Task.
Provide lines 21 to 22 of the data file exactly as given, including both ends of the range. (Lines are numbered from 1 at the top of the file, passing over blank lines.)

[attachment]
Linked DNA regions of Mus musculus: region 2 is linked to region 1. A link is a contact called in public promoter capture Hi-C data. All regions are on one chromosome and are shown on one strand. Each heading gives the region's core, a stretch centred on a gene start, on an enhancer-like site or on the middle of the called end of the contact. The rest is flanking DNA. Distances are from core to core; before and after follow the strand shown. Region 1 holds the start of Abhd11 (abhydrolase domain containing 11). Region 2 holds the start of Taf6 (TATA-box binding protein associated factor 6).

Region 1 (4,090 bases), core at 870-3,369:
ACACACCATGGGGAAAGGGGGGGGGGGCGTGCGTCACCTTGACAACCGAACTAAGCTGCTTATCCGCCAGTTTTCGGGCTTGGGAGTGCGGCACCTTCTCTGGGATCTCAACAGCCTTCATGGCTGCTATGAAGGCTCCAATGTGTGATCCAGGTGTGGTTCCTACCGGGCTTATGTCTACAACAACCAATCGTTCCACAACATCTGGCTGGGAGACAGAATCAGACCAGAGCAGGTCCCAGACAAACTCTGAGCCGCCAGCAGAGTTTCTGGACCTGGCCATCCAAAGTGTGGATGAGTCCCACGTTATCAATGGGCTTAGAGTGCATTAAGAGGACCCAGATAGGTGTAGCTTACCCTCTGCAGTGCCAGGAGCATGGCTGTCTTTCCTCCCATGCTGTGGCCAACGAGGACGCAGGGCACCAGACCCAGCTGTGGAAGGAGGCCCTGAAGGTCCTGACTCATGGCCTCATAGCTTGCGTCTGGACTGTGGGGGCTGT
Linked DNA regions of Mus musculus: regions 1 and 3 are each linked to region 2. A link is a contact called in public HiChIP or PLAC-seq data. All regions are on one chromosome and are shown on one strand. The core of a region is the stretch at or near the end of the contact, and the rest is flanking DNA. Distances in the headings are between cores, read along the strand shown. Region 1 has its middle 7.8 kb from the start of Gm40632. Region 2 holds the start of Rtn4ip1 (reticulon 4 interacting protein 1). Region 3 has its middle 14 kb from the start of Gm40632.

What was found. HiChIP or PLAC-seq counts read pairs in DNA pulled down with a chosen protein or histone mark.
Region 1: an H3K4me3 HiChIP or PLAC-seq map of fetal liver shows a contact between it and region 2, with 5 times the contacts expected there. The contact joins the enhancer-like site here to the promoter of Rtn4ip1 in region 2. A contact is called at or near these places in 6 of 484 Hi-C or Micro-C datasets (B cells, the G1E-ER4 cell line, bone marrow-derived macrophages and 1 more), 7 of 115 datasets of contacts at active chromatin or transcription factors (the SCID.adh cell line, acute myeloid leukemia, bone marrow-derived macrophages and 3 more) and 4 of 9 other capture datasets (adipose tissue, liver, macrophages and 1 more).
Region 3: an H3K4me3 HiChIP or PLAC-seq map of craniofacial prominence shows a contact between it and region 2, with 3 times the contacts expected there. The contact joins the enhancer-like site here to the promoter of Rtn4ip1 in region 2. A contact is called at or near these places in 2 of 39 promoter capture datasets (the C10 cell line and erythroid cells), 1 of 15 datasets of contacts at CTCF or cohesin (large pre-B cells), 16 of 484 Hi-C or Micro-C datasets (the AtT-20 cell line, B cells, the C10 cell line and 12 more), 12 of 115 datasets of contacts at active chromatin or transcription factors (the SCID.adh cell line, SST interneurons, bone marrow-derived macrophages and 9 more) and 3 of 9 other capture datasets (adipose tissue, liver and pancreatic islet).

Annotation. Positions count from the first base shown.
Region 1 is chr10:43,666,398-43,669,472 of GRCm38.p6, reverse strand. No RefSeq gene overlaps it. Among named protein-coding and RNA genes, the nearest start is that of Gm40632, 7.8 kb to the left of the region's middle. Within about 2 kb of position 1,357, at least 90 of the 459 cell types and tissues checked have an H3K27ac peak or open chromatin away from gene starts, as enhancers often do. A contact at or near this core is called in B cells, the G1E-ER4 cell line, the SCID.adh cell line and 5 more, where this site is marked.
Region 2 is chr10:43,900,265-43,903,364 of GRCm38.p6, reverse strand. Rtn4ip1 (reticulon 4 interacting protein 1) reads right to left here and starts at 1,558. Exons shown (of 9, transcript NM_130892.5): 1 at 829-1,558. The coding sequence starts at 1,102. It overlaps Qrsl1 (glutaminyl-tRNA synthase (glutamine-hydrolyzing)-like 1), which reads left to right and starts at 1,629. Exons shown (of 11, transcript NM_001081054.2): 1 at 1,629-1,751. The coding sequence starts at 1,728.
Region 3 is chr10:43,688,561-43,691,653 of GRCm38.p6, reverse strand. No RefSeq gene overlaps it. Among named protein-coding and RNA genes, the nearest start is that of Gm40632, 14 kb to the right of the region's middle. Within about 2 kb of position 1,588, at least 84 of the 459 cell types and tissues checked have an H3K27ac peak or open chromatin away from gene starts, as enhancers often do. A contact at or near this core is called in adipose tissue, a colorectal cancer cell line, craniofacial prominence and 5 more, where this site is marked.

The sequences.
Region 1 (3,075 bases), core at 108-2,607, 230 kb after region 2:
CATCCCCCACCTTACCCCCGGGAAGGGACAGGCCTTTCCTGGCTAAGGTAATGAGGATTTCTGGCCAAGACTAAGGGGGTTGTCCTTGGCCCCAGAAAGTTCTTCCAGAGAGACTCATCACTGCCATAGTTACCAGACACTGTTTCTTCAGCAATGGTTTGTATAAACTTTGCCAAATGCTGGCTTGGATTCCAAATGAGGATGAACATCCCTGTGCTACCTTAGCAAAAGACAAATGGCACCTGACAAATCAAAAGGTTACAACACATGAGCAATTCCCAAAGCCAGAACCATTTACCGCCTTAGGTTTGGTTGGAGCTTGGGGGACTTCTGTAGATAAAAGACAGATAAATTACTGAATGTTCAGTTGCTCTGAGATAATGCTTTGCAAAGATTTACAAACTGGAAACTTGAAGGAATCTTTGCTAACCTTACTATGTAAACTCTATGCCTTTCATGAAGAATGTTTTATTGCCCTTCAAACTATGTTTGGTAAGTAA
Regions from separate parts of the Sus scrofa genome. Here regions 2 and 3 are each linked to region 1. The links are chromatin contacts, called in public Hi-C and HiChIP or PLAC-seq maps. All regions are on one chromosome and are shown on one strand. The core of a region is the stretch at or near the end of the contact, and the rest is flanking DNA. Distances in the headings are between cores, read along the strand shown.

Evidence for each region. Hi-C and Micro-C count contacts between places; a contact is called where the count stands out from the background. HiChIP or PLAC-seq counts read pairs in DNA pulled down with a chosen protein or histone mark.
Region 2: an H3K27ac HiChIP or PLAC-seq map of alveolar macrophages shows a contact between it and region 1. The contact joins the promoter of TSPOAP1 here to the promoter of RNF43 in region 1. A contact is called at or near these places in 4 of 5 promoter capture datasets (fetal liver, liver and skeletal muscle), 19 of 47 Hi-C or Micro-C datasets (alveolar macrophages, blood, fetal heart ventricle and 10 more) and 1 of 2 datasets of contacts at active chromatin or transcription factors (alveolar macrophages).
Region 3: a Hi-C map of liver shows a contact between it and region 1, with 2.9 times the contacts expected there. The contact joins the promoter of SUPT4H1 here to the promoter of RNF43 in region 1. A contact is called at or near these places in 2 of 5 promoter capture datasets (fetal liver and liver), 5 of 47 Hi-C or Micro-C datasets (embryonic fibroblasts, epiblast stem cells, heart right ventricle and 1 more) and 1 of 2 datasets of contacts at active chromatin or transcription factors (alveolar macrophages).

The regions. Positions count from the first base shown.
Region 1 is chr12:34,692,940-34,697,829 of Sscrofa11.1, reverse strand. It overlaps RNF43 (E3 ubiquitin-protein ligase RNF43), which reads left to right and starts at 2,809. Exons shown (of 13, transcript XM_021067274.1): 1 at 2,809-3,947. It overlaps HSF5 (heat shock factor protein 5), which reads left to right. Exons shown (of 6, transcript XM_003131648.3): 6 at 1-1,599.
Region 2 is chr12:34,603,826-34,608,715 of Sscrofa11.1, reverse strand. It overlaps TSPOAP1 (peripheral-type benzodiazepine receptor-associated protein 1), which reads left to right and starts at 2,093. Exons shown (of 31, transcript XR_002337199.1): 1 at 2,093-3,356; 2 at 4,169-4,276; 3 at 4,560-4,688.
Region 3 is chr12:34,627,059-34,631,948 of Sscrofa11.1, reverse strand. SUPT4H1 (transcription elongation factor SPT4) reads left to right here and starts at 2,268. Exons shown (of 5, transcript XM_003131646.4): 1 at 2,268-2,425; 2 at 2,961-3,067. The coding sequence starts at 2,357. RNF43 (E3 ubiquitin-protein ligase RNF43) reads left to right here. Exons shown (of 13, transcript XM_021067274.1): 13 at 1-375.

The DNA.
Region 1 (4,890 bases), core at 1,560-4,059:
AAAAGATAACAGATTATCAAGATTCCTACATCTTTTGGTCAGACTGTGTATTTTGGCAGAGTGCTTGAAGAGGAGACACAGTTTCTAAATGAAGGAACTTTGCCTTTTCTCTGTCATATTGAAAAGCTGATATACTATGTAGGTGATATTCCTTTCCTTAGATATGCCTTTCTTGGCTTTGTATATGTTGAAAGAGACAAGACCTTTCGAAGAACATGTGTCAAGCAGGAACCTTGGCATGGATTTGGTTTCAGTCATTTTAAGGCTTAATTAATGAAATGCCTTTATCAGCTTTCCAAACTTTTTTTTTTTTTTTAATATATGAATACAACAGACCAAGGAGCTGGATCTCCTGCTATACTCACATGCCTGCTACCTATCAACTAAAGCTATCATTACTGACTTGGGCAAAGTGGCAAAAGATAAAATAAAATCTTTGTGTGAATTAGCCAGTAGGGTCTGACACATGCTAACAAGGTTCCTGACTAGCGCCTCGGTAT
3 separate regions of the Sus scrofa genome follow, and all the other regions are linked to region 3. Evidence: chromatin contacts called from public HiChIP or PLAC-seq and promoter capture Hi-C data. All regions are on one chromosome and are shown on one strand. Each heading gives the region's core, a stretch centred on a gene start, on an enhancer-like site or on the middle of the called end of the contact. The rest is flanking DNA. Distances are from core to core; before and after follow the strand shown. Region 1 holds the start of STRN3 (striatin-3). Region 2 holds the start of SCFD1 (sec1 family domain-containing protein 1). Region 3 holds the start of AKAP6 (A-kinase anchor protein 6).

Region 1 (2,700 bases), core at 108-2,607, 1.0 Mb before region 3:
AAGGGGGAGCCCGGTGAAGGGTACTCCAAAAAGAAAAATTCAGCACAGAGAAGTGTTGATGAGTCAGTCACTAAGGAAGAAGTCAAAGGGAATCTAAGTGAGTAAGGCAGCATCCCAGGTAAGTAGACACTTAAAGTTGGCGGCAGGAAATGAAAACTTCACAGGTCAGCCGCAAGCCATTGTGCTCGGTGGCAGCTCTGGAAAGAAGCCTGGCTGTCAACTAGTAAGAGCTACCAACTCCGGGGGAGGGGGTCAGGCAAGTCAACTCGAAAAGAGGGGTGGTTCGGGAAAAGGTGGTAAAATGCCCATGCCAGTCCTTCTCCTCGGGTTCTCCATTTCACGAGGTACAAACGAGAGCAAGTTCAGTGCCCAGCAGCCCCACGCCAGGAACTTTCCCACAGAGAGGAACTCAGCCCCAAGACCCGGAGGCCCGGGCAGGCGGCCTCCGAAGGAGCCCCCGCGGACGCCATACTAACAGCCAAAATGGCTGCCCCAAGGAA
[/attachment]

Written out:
Region 2 is chr12:34,603,826-34,608,715 of Sscrofa11.1, reverse strand. It overlaps TSPOAP1 (peripheral-type benzodiazepine receptor-associated protein 1), which reads left to right and starts at 2,093. Exons shown (of 31, transcript XR_002337199.1): 1 at 2,093-3,356; 2 at 4,169-4,276; 3 at 4,560-4,688.
Region 3 is chr12:34,627,059-34,631,948 of Sscrofa11.1, reverse strand. SUPT4H1 (transcription elongation factor SPT4) reads left to right here and starts at 2,268. Exons shown (of 5, transcript XM_003131646.4): 1 at 2,268-2,425; 2 at 2,961-3,067. The coding sequence starts at 2,357. RNF43 (E3 ubiquitin-protein ligase RNF43) reads left to right here. Exons shown (of 13, transcript XM_021067274.1): 13 at 1-375.